The Government’s blueprint to position the UK at the forefront of the global digital economy is failing to address the online content and creative industries, according to industry leaders.
The Digital Britain interim report released in February and an associated summit held in London last week have been widely criticised by digital experts as lacking any substantial policy around the role of the content creators and the digital marketing sector, along with a perceived bias towards protecting the needs of traditional media.
The summit — which included speeches by Prime Minister Gordon Brown and Secretary of State for Business, Enterprise and Regulatory Reform Lord Mandelson, as well as Trinity Mirror CEO Sly Bailey, Universal Music CEO Lucian Grange and Hulu senior VP for international Johannes Larcher — provided a platform for debate about the Government’s plans.
But both summit attendees and speakers have questioned the consultation process and how the Digital Britain roadmap will eventually impact the industry.
Their concerns build on existing calls from the industry for more clarity and consultation following the release of the interim report earlier this year (nma 5 February).
Speaking to new media age, Anthony Lilley, CEO of production company Magic Lantern, chair of the UK digital content forum and a panel moderator at last week’s event, criticised the lack of clarity around the report. “I honestly don’t know what Digital Britain is for and how we know when we’ve done it,” he said. “Should we be the most innovative nation, should we be creating the most saleable content and services, or do we just want nice pipes?”
Lilley said the report’s focus on infrastructure is ignoring the needs of content producers. “You can have the fastest broadband in the world but that doesn’t make you the place that will create the applications or services of the future,” he said.
Marc Giusti, group digital officer at Leo Burnett and vice-chairman of the IPA digital creative group, criticised the lack of debate around content. He highlighted that only two out of ten speeches at the summit covered content while the event focused heavily on digital’s impact on traditional media.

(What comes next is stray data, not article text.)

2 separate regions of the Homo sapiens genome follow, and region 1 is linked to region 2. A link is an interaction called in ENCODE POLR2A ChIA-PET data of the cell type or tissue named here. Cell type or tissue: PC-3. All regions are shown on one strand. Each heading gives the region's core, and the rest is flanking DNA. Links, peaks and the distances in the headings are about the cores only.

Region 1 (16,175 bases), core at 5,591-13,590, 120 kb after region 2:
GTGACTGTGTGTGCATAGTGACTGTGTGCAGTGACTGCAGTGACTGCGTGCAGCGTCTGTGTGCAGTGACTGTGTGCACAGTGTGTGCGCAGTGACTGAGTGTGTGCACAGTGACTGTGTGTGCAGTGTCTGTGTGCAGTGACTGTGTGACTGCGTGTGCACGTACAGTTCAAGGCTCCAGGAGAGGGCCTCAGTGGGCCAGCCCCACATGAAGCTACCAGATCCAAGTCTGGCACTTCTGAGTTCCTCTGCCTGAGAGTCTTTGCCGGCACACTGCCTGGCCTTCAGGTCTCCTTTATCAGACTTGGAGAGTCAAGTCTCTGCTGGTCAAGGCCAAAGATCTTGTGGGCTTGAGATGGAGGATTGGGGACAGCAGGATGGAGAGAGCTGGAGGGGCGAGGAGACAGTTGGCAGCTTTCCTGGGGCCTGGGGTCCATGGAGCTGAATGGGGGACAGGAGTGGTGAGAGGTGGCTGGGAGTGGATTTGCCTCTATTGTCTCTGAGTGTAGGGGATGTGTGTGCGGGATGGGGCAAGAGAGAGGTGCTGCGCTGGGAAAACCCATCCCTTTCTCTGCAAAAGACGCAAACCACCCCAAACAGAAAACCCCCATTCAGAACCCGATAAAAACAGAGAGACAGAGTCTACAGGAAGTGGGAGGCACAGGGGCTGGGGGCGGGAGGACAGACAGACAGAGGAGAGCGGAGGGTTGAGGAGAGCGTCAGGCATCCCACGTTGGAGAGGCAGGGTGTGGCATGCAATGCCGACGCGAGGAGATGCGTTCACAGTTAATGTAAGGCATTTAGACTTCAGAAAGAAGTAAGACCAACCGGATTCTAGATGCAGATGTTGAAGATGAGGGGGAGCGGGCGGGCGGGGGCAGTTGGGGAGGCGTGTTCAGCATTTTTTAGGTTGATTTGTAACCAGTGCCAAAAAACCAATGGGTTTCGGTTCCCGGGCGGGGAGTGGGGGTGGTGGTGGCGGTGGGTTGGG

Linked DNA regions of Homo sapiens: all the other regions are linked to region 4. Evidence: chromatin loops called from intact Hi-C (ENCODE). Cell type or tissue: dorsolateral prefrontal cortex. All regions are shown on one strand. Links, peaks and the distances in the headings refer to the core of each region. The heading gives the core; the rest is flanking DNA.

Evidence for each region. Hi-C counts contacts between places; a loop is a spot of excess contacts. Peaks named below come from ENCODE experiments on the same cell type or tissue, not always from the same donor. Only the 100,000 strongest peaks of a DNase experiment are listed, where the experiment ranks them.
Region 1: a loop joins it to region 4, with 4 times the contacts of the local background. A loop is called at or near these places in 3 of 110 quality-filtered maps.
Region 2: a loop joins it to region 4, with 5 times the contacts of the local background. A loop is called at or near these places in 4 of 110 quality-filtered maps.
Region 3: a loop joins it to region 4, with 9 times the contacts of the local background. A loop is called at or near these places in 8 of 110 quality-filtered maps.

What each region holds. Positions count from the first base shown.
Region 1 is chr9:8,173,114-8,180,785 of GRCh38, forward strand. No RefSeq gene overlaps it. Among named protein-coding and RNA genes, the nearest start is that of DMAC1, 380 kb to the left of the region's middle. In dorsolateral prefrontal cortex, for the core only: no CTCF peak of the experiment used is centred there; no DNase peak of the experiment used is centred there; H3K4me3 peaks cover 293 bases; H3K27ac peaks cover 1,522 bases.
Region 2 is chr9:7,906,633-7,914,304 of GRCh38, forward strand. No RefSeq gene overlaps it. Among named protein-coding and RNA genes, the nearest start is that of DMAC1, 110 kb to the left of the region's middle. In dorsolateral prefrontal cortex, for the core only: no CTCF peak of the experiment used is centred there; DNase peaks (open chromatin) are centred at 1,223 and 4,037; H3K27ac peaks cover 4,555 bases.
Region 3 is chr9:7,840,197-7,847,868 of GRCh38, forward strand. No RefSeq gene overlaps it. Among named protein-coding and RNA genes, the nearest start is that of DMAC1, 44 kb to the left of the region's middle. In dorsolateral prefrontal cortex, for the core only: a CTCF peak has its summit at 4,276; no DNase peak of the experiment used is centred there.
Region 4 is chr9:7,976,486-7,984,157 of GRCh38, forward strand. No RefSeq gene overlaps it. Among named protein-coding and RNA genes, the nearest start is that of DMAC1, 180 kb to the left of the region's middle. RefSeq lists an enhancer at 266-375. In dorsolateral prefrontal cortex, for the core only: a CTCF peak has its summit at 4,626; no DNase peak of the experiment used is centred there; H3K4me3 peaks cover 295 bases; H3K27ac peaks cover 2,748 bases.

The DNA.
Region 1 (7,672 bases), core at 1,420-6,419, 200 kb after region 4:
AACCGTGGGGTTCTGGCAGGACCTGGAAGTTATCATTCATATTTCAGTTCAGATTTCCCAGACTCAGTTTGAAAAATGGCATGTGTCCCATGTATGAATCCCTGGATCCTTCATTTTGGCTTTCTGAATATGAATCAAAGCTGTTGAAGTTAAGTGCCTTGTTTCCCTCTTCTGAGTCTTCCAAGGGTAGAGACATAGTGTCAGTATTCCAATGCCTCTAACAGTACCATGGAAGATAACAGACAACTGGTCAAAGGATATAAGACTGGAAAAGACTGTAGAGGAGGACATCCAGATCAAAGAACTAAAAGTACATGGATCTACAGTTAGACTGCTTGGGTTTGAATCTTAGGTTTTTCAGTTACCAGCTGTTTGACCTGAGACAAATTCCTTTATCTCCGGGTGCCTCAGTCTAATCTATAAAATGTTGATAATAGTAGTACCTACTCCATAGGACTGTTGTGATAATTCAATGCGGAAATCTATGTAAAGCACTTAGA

“The commentary was coming from people who were having problems with the speed of acceptance, rather than the effort going into what the answers might be,” said Giusti. “But then that’s the natural lifecycle when something is new and you join the debate late.”
Nick Stringer, the IAB’s head of regulatory affairs, said the benefit of emerging online business models had largely been overlooked in both the original report and the Summit, despite engagement between the industry and the UK Department for Business, Enterprise and Regulatory Reform (BERR).
“There has been very little about the benefits of new business models and online advertising — things like behavioural targeting,” said Stringer. “There could be an acknowledgment that these techniques could bring revenues to content producers, but I’m not even sure they’ve looked at it.”
Hugo Drayton, CEO of InSkin Media, said, “There wasn’t one reference to advertising; no real recognition of revenue models in a digital world. What the industry needs is a framework and regulatory environment that encourages Britain to progress in the right way.”
Speaking at last week’s event, Communications, Technology and Broadcast Minister Lord Stephen Carter, the interim report’s author, acknowledged it had focused more on the supply of infrastructure but suggested the final report, due in the summer, would be more balanced.
“It’s a fair criticism of the interim report that it spent longer on the supply side than the demand side,” he said. “I take the view that, broadly, the Government can have more purchase on the supply side.”
John McVay, CEO of independent TV, film, animation and new media trade body Pact, said the high-profile speakers at the event demonstrated the Government’s commitment to Digital Britain, but called for more incentives for companies looking to pioneer in the online world.
“There could be rewards for innovation, for example, which would be good for new companies. It’s something that hasn’t really been addressed or grabbed,” he said.
This story first appeared on newmediaage.co.uk